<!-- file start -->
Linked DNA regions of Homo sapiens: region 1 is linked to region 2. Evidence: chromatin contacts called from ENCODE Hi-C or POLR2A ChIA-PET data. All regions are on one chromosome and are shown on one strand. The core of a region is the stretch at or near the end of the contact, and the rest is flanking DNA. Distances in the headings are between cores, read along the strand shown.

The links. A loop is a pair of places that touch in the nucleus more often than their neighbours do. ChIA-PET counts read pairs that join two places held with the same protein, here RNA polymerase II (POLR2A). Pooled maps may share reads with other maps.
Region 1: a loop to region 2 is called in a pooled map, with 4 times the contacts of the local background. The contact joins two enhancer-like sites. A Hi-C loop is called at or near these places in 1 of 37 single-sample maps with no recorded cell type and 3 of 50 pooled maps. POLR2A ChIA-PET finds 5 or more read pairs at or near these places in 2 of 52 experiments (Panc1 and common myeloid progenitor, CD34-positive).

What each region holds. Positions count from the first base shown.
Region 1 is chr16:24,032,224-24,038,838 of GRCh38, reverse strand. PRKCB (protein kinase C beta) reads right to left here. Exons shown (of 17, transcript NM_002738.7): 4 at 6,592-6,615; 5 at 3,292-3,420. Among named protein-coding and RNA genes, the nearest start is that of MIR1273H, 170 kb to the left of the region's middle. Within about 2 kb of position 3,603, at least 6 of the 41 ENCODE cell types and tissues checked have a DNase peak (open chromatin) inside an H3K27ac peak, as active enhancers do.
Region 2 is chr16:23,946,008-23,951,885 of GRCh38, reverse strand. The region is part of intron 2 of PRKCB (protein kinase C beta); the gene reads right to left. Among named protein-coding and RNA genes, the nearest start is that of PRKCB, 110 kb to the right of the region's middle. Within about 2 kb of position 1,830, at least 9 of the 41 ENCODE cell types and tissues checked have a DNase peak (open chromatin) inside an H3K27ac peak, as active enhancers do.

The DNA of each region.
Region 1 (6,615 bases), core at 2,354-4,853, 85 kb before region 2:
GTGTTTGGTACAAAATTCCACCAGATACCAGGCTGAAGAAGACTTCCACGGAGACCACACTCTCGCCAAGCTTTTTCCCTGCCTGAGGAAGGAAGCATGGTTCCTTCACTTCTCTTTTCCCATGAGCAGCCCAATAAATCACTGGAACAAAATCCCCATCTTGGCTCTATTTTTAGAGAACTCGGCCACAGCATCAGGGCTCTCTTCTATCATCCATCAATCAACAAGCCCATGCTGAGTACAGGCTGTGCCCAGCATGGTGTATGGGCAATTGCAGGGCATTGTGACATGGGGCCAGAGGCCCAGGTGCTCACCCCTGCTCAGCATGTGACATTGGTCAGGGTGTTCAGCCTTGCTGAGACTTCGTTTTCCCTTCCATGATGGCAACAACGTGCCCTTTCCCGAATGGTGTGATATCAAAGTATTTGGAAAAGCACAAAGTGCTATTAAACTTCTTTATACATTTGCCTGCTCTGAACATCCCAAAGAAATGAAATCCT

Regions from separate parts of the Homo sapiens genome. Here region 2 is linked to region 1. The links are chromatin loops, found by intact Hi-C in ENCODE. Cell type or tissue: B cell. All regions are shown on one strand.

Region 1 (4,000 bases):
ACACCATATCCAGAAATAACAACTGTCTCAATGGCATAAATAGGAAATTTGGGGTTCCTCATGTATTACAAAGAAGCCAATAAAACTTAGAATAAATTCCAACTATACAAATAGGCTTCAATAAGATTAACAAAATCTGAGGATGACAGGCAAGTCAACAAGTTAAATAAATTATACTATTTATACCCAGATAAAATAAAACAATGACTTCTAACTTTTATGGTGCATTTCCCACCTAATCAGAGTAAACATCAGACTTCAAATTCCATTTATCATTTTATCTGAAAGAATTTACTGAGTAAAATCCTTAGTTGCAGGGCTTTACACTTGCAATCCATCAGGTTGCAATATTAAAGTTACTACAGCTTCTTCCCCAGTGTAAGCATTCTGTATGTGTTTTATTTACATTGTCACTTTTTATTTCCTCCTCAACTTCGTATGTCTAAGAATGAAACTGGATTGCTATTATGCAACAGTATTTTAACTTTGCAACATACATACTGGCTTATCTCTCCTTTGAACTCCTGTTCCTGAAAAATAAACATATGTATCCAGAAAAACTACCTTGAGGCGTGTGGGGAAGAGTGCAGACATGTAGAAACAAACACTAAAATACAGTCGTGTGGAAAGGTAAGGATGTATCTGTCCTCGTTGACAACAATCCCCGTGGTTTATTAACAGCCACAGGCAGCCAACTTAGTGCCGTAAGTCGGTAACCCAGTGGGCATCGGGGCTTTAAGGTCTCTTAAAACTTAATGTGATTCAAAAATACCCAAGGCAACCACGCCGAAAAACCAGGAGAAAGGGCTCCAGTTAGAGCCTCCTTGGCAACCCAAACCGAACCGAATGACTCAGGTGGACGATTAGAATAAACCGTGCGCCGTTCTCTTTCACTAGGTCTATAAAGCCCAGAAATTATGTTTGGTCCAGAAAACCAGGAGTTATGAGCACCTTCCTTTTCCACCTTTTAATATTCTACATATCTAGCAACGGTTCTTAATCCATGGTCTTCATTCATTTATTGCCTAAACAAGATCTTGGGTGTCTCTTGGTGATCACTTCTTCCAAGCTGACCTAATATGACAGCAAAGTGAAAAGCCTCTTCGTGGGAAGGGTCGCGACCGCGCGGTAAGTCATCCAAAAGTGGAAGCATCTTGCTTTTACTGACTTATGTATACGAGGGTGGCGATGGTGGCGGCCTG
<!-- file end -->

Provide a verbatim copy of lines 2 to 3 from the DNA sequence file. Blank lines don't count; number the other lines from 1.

The links. A loop is a pair of places that touch in the nucleus more often than their neighbours do. ChIA-PET counts read pairs that join two places held with the same protein, here RNA polymerase II (POLR2A). Pooled maps may share reads with other maps.
Region 1: a loop to region 2 is called in a pooled map, with 4 times the contacts of the local background. The contact joins two enhancer-like sites. A Hi-C loop is called at or near these places in 1 of 37 single-sample maps with no recorded cell type and 3 of 50 pooled maps. POLR2A ChIA-PET finds 5 or more read pairs at or near these places in 2 of 52 experiments (Panc1 and common myeloid progenitor, CD34-positive).